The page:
10. The ACLU, may have an interest in your case if it involves Civil Rights.
11. Federal District Courts have a list of employment attorneys that may offer reduced rates. Most employment laws are Federal. Some states have no State laws, and about 30+ states have very good state laws that are better than the Federal law for some employees. Especially the number of employees required by the Law. Most EEOC covered laws require 15 or 20 employees. Some states like NJ require ONE employee, PA 3 employees and Virginia 4 employees**
How to I Evaluate the Attorneys.Once you have identified some acceptable attorneys, call at least three of them. I recommend people talking with at least two attorneys. Three would be even better. If you have to identify more than three to call; then do it. Some lawyers are busy. Some attorneys will not practice in the specific area that your claim or illegal treatment covers. In talking with them, focus on if you can get along with them, and is their proposed representation financially the best arrangement.
This could be the second most expensive purchase you ever make, only behind you home. When potential clients come to me, I recommend they speak with two more attorneys. I know that is hard to believe. But I would rather have a client that has some basis to compare than to wonder. It is somewhat like dating. Love at first site, is great, but you really want to compare. Another attorney may spot something I miss or the potential client may tell them something different. Many of these laws hang on a single word.
Now that you have talked with two or three, compare the different parameters. What are the terms of the Retainer Agreement. Is it contingency or hourly or a hybrid. If not contingency why not. The fact is that if an attorney does not believe he or she has a high percentage chance of winning or settling high he will not take the case on contingency. He or she will shift all the risk to the client and say they will only take the case on an hourly basis. I have always said, if an attorney will not take the case on contingency and risk their time and money, then why should I risk my money. But like all genralized statements, there are exceptions.
If you do take it on an hourly basis, then try and get a cap. What may appear to be a short slam dunk winner, may drag on for five years and the legal bill could be $500,000. Yes, half a million. And it is possible the other side wants out so badly it might settle with two hours of discussions. I have been a part of both extremes.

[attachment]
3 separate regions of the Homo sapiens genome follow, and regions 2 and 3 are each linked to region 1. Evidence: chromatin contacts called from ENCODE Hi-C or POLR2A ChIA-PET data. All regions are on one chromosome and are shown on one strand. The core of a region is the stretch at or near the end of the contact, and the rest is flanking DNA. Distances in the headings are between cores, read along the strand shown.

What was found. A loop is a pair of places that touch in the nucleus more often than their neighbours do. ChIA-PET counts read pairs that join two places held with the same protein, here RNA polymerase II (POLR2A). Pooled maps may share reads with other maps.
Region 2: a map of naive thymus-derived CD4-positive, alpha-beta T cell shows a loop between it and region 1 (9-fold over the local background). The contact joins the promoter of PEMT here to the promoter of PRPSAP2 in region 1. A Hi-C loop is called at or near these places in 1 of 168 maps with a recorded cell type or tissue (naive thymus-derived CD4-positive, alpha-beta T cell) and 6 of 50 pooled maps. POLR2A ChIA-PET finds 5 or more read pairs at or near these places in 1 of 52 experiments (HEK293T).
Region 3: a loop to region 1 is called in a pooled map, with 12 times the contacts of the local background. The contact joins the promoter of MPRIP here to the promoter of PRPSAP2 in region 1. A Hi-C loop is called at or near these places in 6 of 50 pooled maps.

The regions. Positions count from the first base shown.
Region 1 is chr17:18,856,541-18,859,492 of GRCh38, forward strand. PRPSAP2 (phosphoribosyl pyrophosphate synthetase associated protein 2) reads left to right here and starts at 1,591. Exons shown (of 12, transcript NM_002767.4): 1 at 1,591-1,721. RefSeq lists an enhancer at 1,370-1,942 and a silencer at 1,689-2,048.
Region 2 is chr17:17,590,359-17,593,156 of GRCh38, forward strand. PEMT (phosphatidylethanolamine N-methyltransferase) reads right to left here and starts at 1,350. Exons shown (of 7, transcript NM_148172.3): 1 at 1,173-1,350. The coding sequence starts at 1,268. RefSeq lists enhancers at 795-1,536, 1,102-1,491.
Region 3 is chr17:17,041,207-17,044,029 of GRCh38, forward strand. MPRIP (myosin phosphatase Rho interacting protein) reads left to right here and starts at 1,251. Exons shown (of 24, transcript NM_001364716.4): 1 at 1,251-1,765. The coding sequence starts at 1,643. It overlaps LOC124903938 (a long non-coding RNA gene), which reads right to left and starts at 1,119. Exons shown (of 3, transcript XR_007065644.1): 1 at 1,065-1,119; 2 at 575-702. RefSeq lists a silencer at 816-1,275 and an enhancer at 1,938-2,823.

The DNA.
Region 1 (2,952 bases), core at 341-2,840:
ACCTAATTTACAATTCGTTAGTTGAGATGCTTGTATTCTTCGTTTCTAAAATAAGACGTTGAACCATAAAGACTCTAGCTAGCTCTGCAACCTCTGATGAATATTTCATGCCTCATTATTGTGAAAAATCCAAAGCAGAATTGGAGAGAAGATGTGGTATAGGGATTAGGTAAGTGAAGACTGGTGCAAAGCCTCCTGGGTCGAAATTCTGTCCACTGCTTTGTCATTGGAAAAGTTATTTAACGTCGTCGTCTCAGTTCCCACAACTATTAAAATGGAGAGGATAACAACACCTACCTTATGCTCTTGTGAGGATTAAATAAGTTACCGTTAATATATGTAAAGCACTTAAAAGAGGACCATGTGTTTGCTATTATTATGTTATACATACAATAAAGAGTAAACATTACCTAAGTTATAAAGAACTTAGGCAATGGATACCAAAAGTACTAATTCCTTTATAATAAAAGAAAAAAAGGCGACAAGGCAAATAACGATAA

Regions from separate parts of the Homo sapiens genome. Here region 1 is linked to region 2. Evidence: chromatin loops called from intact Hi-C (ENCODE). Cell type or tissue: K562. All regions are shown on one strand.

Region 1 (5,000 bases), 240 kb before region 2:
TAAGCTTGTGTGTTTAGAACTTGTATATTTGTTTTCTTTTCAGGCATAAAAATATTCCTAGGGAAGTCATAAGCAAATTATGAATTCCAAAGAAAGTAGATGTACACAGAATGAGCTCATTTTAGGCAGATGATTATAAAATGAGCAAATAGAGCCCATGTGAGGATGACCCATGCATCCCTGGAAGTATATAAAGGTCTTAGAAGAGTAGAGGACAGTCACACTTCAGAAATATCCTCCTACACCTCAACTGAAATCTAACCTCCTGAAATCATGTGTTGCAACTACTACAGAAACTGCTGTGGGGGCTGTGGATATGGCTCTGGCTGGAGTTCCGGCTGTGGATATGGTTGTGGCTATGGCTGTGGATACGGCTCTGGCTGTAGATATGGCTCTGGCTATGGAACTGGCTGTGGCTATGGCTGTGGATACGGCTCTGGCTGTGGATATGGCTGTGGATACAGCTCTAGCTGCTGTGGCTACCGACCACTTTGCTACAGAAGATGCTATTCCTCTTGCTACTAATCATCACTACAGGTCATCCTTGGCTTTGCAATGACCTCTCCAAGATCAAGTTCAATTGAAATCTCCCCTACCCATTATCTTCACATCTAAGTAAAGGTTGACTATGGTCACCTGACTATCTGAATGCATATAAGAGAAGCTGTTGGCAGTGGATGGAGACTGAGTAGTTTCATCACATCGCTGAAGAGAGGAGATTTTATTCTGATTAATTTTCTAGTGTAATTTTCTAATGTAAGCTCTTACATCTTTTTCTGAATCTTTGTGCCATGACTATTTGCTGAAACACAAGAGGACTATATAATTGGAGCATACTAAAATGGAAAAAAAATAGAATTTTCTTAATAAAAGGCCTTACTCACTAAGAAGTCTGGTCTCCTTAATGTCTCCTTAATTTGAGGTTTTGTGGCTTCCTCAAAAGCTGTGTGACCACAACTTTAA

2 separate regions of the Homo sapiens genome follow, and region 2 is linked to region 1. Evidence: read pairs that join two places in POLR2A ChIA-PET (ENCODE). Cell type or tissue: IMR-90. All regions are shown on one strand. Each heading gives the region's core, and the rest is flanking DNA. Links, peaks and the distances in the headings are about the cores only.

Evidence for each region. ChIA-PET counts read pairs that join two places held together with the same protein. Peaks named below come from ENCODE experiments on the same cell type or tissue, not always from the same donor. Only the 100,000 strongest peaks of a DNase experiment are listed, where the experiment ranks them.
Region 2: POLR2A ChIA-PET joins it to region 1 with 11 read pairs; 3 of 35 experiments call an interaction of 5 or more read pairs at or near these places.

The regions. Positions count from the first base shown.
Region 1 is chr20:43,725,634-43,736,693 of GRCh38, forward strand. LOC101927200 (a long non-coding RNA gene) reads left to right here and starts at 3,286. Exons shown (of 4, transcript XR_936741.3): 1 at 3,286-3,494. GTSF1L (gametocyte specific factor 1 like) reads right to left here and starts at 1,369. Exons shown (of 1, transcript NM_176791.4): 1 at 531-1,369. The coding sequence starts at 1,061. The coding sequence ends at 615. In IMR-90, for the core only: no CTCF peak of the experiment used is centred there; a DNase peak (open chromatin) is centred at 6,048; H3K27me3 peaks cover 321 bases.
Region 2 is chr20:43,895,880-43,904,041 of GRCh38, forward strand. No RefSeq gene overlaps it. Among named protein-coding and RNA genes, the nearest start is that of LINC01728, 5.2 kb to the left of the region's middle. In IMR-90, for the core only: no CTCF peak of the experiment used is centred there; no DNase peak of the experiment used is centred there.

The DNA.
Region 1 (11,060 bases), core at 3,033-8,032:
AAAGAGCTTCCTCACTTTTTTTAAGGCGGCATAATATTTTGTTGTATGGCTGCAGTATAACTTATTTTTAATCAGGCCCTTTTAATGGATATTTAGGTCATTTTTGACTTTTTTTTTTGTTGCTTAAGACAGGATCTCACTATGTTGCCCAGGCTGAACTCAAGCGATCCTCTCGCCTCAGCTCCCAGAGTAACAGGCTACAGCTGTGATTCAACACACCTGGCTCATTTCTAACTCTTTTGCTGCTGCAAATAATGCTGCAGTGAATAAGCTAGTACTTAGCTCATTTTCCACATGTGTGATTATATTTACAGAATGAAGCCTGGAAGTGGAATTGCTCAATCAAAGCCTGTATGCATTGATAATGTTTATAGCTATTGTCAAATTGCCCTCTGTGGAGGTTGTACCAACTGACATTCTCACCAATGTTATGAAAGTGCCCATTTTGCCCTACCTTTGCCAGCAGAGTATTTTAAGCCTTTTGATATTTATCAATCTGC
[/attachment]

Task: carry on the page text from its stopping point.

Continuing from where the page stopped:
Be sure to read your retainer agreement WORD FOR WORD and have someone else read it and preferably have another attorney read it. DO NOT SIGN IT THE SAME DAY IT IS PRESENTED TO YOU. I once heard a lawyer tell a class of seniors at a graduation event, *Let the sun set and rise before you ever make any important decision.* Good advice. Maybe several sunsets. Understand in the written part who pays for the out-of-pocket expenses. See what out of-pocket expense are going to be billed to you and which are not. Some lawyers charge for their secretary*s time, some do not. Some charge for text messages, some do not.
Who will be working on your case? What is the time estimate. (very hard to ever know.) Some states allow a hybrid retainer agreement, reduced hourly rate and a reduced percentage. Both sides can spread risk. Properly done these can be a good compromise.
Now the DisclaimerThese are only my observations, experiences, and opinions. They are not necessarily right for you or any individual. They just worked for me when I needed an attorney before and after I became on. Every situation is different and the laws that govern attorneys are different for every state. Nothing contained here should be taken to replace any official governmental document or licensing rule or guideline. The Rules of Professional Conduct can change at any time. If you have a question about what a lawyer says or does, post a question on AVVO under Ethics and Rules of Professional Responsibility or go to the state licensing bar and read their website.